I have a question regarding pruning a hydrangea, and while there are many, many articles online that address the issue, I have not found one that adresses my specific situation (like how NOT to prune hydrangeas). To start, my family moved into a new house in November. We did not address landscaping issues until that following spring. We had a 'bush' that looked more like sticks in the ground. Not knowing what it was, I thought it might benefit from a good cut back. Kind of like an overgrown rose bush. Anyway, the poor thing has suffered for the past year and a half. It did nothing but sprout a few leaves toward the base of the plant last year (which helped identify it). This spring it has sprouted more leaves from the bottom. While I don't expect it to bloom this year, I would like to know what to do with it. The 'sticks' that I cut back are dry, light brown and bare. Not very pretty. And if I don't have to, I would rather not throw it away. But I have thought of transplanting it to another part of the yard. We live in Oregon, and I see hydrangeas blooming all the time. They do very well in my area. So, what are your thoughts? Can I transplant it while it is cut back and easier to handle? What might the root ball look like (how big)? Should I cut back the sticks to the ground, or maybe to the leaf? I don't know the age of the hydrangea, but when I got a hold of it, it was no taller than waist high.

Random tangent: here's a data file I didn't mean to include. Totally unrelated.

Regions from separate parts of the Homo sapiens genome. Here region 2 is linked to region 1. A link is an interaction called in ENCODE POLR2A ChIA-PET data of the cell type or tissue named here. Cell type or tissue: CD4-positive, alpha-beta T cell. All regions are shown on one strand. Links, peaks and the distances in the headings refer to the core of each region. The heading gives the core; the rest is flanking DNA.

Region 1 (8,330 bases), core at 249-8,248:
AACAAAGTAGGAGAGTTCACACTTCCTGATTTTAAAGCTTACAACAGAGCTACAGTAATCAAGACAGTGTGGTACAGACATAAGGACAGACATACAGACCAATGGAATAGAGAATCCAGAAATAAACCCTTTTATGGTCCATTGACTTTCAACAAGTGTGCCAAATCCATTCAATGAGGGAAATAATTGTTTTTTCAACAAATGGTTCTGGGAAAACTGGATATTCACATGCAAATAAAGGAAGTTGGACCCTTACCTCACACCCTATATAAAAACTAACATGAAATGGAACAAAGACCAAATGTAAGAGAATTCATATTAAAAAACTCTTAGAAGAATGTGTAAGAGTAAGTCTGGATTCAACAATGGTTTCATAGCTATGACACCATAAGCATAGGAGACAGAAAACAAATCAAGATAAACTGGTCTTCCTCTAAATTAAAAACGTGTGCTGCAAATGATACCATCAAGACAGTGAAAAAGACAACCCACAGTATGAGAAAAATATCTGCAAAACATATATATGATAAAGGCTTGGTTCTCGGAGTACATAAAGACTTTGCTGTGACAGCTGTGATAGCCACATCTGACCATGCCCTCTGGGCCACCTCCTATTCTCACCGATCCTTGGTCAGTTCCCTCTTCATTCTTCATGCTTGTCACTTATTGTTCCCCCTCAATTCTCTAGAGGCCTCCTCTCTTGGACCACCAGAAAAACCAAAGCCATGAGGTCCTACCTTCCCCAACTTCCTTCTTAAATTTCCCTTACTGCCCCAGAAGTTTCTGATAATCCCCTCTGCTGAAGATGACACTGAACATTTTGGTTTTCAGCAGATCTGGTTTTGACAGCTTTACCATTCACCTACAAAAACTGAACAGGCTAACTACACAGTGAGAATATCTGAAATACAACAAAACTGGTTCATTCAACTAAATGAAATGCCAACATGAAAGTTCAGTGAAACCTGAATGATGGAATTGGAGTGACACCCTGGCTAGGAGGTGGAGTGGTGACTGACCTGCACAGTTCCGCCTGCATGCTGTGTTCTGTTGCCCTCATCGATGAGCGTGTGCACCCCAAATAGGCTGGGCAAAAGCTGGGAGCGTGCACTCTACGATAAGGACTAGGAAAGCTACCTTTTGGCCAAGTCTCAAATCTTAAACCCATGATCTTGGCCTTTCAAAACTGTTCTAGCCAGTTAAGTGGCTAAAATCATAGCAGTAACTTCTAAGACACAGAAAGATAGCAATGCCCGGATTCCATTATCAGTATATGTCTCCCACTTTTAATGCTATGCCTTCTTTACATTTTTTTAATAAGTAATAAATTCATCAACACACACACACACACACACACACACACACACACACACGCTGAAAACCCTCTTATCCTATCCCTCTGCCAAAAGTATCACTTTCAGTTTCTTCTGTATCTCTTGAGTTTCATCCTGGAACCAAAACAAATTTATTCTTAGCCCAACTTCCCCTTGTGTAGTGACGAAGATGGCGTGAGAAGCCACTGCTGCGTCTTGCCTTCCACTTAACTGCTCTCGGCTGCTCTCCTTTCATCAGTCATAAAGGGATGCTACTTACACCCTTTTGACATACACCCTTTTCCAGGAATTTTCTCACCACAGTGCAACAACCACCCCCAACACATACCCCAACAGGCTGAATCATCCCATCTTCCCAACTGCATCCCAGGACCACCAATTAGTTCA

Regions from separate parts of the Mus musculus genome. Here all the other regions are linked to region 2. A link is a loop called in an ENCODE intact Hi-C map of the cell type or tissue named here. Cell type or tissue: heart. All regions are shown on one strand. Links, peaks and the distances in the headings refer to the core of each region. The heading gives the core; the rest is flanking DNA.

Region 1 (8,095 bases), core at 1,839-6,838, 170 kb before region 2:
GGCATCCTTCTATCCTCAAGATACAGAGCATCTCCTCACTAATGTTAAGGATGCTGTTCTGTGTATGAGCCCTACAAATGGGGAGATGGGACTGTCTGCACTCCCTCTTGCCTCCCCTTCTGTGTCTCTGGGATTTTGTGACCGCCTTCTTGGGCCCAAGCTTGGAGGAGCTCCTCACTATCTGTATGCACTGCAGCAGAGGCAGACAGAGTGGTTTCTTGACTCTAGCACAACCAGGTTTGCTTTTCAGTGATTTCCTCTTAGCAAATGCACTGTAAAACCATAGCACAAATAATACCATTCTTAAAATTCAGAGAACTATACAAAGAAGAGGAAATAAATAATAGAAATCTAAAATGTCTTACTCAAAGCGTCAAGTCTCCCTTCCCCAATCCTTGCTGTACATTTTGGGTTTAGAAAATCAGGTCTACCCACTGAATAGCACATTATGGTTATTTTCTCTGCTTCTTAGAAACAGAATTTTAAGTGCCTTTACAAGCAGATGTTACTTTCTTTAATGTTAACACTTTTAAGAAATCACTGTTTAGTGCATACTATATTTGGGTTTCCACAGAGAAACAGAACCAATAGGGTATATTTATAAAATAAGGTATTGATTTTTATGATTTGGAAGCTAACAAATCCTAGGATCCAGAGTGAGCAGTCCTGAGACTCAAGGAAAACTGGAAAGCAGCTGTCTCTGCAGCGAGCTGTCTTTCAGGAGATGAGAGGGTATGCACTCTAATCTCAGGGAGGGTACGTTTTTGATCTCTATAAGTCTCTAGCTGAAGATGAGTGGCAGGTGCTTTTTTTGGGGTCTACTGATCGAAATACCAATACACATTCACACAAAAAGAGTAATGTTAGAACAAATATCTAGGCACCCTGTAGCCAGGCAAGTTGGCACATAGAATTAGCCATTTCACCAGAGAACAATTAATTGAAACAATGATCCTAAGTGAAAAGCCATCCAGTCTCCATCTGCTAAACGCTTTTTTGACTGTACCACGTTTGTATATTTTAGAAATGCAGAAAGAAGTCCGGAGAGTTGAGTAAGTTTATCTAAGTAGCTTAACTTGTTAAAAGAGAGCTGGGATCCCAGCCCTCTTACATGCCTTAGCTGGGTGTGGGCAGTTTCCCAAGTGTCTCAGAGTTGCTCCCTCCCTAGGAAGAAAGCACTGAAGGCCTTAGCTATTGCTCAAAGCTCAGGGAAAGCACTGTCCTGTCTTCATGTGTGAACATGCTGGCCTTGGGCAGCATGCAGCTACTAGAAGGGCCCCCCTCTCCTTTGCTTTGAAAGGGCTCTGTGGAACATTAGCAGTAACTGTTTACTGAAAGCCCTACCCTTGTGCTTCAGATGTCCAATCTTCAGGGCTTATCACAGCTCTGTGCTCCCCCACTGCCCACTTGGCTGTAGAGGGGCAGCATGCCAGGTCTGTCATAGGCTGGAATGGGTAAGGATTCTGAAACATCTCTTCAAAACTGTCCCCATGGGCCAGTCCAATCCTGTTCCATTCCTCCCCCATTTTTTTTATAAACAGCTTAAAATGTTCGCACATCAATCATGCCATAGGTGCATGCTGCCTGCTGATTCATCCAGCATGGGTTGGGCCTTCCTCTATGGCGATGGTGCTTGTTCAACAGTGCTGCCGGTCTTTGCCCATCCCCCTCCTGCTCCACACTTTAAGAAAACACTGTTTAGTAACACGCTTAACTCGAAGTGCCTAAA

Certified GKH Gardening Expert
It can transplant fairly easy, but make sure it is done while dormant and get as much of the root system as possible. Generally, the root ball is not too large, especially on smaller shrubs. This article will help reduce transplant shock: https://www.gardeningknowhow.com/plant-problems/environmental/learn-how-to-avoid-and-repair-transplant-shock-in-plants.htm As for pruning, they actually don't need it unless they're extremely overgrown or have dead stems, which can be cut to the ground.